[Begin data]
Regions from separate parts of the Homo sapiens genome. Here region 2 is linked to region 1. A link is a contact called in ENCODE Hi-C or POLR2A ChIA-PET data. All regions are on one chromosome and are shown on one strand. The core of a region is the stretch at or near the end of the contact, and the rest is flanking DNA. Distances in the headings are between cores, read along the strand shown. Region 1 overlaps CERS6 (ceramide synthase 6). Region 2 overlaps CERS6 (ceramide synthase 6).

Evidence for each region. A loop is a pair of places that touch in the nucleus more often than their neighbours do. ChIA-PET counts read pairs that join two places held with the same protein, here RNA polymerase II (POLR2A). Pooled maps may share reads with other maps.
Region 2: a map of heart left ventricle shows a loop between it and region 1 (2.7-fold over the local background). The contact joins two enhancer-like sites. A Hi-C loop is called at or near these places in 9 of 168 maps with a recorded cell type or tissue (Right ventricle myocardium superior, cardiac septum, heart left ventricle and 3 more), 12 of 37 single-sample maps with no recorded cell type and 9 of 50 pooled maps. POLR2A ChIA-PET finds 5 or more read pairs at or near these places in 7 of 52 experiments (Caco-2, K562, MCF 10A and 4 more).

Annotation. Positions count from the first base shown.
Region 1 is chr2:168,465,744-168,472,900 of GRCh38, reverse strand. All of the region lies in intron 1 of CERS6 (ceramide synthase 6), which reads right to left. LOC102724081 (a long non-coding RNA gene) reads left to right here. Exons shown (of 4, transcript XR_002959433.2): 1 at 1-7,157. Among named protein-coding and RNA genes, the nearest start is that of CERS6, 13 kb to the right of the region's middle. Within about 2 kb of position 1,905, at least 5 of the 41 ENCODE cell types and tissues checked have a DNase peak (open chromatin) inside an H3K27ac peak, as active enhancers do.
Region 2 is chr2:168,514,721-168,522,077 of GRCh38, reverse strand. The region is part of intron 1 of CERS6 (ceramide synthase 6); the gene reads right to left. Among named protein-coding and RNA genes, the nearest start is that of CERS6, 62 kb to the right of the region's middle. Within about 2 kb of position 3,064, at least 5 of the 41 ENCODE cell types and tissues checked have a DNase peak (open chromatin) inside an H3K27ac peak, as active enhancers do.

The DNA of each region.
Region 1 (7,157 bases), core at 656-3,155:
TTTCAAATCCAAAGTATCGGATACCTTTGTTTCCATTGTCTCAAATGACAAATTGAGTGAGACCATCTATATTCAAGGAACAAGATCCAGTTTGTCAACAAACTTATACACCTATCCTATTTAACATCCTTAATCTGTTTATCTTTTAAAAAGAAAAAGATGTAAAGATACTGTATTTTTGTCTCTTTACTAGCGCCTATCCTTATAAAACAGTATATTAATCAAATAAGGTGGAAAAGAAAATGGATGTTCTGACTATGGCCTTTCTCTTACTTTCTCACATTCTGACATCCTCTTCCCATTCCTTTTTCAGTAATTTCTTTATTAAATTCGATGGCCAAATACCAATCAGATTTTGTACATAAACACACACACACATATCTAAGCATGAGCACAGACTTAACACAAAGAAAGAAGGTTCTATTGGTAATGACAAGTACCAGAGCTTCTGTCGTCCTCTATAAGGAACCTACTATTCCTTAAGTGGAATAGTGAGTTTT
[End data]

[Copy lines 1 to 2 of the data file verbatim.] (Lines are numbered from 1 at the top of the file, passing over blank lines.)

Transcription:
Regions from separate parts of the Homo sapiens genome. Here region 2 is linked to region 1. A link is a contact called in ENCODE Hi-C or POLR2A ChIA-PET data. All regions are on one chromosome and are shown on one strand. The core of a region is the stretch at or near the end of the contact, and the rest is flanking DNA. Distances in the headings are between cores, read along the strand shown. Region 1 overlaps CERS6 (ceramide synthase 6). Region 2 overlaps CERS6 (ceramide synthase 6).

Evidence for each region. A loop is a pair of places that touch in the nucleus more often than their neighbours do. ChIA-PET counts read pairs that join two places held with the same protein, here RNA polymerase II (POLR2A). Pooled maps may share reads with other maps.